Penguins Love Colors and Kids Love Sensory Play
by Katie Klein
How can children connect with a story? They can listen, read, and…squeeze?!
Tactile play is a wonderful way for kids to use more of their senses when reading or being read to. Using multiple senses engages all types of learners and helps young brains make connections between the text and the real world.
Check out this activity to learn how to make a sensory penguin inspired by Penguins Love Colors, a picture book by Sarah Aspinall. Simple language, colorful pages, and painting penguins make this book ideal for guiding kids ages two to six in making their own pokable, squishable, touchable projects!
• Belly fillings: pom-pom sequins and cutout foam shapes
• Egg carton
• Paper plates
• Sponge brushes
• Tempera nontoxic paint (black, orange)
• Quart-size plastic zippered bags
• Self-adhesive googly eyes
• Duct tape
• Nontoxic glue stick
Sort the pom-pom sequins and cutout foam shapes by color and place them in different sections of the egg carton.
1. Read Penguins Love Colors aloud. Ask readers which colors they like or dislike and why—what emotions do those colors evoke? What do those colors remind them of? This will help readers begin to connect their senses and the outside world with the story.
2. The Body and Head: Stack two paper plates on top of each other. Fold the paper plates in half (gently—don’t crease!) and cut a semicircle out of the middle of the folded end. When you open the plates, a circle should be cut out of the center.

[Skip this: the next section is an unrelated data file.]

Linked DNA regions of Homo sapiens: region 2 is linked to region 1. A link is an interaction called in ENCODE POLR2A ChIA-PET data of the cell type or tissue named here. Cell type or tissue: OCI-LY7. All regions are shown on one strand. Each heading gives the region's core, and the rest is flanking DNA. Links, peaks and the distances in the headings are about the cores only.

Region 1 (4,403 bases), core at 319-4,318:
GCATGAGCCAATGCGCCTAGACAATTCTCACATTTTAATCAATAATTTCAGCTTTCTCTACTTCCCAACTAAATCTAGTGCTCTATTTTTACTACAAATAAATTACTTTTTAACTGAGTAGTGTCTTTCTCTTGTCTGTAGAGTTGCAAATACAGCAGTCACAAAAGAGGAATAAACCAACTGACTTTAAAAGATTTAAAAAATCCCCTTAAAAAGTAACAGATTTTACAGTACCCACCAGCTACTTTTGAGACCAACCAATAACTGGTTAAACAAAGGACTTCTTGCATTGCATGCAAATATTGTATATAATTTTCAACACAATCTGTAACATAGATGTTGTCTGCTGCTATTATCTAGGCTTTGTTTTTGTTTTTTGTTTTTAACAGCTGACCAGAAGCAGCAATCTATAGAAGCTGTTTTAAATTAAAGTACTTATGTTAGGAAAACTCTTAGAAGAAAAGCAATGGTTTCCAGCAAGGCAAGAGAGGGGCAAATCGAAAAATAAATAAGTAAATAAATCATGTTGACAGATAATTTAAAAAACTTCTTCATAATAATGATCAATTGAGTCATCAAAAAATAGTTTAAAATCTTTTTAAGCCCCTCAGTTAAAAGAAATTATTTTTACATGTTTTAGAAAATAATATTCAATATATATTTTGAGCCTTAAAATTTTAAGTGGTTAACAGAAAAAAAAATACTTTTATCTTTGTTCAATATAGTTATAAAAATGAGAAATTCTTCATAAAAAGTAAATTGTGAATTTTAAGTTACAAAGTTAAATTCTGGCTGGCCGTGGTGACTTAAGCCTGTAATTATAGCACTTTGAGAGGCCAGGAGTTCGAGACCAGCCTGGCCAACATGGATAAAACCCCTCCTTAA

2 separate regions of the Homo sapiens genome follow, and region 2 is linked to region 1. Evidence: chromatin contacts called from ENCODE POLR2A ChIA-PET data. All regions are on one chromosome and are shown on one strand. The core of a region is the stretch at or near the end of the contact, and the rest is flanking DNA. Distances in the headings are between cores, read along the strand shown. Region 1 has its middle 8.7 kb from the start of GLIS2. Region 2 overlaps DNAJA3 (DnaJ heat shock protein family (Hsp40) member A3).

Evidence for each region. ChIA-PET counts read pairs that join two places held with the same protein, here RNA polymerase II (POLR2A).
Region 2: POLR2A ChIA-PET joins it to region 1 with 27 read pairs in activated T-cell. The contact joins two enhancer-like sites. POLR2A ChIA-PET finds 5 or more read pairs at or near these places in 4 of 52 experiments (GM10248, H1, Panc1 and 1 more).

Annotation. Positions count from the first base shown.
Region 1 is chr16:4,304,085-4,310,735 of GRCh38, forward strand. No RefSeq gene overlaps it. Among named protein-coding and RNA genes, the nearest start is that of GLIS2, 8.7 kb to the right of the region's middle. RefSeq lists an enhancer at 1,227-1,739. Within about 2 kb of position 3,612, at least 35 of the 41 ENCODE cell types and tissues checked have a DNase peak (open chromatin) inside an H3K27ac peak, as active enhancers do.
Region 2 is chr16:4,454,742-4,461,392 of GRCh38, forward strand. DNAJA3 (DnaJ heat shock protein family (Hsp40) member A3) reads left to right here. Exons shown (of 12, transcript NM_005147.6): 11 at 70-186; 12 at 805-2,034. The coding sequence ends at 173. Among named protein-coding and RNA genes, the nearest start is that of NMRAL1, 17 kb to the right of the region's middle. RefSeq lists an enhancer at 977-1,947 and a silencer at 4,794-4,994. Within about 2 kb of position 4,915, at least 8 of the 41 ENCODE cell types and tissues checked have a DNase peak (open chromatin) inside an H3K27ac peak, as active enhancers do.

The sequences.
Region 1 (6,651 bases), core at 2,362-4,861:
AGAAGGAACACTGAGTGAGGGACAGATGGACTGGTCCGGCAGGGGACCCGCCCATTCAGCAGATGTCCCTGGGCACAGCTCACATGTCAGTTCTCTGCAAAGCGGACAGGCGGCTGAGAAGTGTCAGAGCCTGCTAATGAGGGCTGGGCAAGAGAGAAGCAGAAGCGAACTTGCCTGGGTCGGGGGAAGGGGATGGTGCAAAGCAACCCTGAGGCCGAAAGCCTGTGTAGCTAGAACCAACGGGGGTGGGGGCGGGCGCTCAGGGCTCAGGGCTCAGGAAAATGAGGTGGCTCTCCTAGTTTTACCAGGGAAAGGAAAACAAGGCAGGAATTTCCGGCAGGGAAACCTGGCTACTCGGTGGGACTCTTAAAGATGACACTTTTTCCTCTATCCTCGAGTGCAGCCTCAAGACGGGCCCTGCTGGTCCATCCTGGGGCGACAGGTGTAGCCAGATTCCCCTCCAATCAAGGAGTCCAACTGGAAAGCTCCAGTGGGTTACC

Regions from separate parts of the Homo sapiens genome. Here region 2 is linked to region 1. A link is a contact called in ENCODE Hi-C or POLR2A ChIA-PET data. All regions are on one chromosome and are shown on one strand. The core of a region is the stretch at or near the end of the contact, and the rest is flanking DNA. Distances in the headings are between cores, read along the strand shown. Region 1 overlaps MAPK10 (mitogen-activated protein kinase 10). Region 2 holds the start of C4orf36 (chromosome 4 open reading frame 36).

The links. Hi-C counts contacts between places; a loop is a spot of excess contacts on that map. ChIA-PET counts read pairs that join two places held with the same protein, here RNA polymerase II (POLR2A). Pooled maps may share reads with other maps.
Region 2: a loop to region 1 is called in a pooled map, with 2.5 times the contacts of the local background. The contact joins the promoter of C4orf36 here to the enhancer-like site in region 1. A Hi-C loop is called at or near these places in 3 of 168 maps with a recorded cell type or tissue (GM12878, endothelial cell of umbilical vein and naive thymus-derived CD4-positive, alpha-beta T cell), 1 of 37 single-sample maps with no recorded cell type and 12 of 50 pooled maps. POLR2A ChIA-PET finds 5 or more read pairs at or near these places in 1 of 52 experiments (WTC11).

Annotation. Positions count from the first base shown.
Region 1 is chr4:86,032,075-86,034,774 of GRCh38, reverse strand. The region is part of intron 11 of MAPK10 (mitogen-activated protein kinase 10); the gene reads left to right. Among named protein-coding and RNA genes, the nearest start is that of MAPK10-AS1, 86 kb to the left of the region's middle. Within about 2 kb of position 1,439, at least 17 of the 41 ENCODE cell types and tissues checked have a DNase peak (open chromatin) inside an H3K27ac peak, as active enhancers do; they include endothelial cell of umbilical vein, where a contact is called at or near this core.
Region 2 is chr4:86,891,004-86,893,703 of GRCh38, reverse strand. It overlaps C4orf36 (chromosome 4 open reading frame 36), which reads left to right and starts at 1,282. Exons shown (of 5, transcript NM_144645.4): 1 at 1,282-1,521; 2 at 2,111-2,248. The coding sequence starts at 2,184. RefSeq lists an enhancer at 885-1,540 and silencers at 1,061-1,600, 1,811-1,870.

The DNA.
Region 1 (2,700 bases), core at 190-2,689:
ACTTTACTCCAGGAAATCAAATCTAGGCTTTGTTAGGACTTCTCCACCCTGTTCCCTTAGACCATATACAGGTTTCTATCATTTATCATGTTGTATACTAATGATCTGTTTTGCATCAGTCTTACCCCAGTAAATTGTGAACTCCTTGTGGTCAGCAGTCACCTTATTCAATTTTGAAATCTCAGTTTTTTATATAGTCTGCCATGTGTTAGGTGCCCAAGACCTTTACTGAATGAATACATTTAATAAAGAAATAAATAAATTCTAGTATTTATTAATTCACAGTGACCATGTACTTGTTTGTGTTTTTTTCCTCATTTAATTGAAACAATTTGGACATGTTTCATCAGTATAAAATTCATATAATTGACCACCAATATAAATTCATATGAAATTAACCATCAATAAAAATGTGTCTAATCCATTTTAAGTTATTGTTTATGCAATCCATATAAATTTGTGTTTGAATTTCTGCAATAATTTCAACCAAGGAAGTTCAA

The rings will become the penguin’s body, and the circles will become the penguin’s head.
3. The Beak: Stack the two round pieces of plate representing the penguin’s head on top of each other. Gently fold them in half (without making a crease!) and cut a 45-degree single line toward the center (photo A).
When you open the plate back up, gently pull out the triangular cutouts (photo B). Then fold up the top triangle toward the plate (photo C). This is the beak (photo D).
4. Color: Paint the pieces with black tempera paint on one side—but don’t paint the beak black! Instead, paint both sides of the beak orange.
5. The Eyes: After the plates dry a bit, place two self-adhesive googly eyes above the beak.
6. The Belly: Place fillings of a single color into a plastic bag. Each bag should have a handful of belly fillings of the same color.
7. Fill the bag with ½ cup water and seal it. Place duct tape over the sealed opening to ensure the bag will not leak, then double-bag it—place that bag inside another for added protection.
8. Putting It Together: Place the belly-bag in between the two plate rings. Be sure the black sides of the rings are facing out. Place and duct-tape the belly-bag to the unpainted side of the bottom plate, leaving a little room around the plate’s edge. With the belly-bag in place, trace this edge of the unpainted bottom plate with glue. Then stick the top plate to it. Be sure glue is only on the unpainted sides.
9. Give to readers for fun sensory play!
This is the perfect book to keep in the playroom as you build your home library—every room counts to get kids excited about reading for fun!
This Book Is Available from Scholastic Reading Club